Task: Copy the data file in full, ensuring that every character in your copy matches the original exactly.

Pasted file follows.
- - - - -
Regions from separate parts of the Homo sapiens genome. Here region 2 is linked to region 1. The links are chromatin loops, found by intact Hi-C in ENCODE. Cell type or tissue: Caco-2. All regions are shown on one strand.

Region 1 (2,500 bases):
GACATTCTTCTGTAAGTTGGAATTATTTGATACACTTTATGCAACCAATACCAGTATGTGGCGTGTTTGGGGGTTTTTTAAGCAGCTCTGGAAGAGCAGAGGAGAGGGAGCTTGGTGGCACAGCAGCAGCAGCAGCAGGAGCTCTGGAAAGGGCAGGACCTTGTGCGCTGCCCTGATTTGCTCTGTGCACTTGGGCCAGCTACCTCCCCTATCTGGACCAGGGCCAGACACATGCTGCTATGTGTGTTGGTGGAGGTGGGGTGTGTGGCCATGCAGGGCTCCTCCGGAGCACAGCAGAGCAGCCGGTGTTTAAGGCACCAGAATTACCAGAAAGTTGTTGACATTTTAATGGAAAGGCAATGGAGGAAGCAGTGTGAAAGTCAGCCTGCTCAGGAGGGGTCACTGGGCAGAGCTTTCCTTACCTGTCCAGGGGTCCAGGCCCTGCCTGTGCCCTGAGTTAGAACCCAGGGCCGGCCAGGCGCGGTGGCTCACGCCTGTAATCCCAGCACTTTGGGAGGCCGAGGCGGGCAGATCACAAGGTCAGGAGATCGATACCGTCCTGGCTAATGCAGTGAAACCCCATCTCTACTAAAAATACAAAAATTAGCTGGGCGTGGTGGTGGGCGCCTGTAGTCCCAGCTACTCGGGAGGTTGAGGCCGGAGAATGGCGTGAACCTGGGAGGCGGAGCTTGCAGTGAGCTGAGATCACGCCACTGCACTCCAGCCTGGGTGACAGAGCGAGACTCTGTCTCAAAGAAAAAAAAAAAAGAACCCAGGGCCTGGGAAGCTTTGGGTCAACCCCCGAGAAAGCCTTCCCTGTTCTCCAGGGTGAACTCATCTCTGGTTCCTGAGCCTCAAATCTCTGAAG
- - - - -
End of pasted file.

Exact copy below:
Regions from separate parts of the Homo sapiens genome. Here region 2 is linked to region 1. The links are chromatin loops, found by intact Hi-C in ENCODE. Cell type or tissue: Caco-2. All regions are shown on one strand.

Region 1 (2,500 bases):
GACATTCTTCTGTAAGTTGGAATTATTTGATACACTTTATGCAACCAATACCAGTATGTGGCGTGTTTGGGGGTTTTTTAAGCAGCTCTGGAAGAGCAGAGGAGAGGGAGCTTGGTGGCACAGCAGCAGCAGCAGCAGGAGCTCTGGAAAGGGCAGGACCTTGTGCGCTGCCCTGATTTGCTCTGTGCACTTGGGCCAGCTACCTCCCCTATCTGGACCAGGGCCAGACACATGCTGCTATGTGTGTTGGTGGAGGTGGGGTGTGTGGCCATGCAGGGCTCCTCCGGAGCACAGCAGAGCAGCCGGTGTTTAAGGCACCAGAATTACCAGAAAGTTGTTGACATTTTAATGGAAAGGCAATGGAGGAAGCAGTGTGAAAGTCAGCCTGCTCAGGAGGGGTCACTGGGCAGAGCTTTCCTTACCTGTCCAGGGGTCCAGGCCCTGCCTGTGCCCTGAGTTAGAACCCAGGGCCGGCCAGGCGCGGTGGCTCACGCCTGTAATCCCAGCACTTTGGGAGGCCGAGGCGGGCAGATCACAAGGTCAGGAGATCGATACCGTCCTGGCTAATGCAGTGAAACCCCATCTCTACTAAAAATACAAAAATTAGCTGGGCGTGGTGGTGGGCGCCTGTAGTCCCAGCTACTCGGGAGGTTGAGGCCGGAGAATGGCGTGAACCTGGGAGGCGGAGCTTGCAGTGAGCTGAGATCACGCCACTGCACTCCAGCCTGGGTGACAGAGCGAGACTCTGTCTCAAAGAAAAAAAAAAAAGAACCCAGGGCCTGGGAAGCTTTGGGTCAACCCCCGAGAAAGCCTTCCCTGTTCTCCAGGGTGAACTCATCTCTGGTTCCTGAGCCTCAAATCTCTGAAG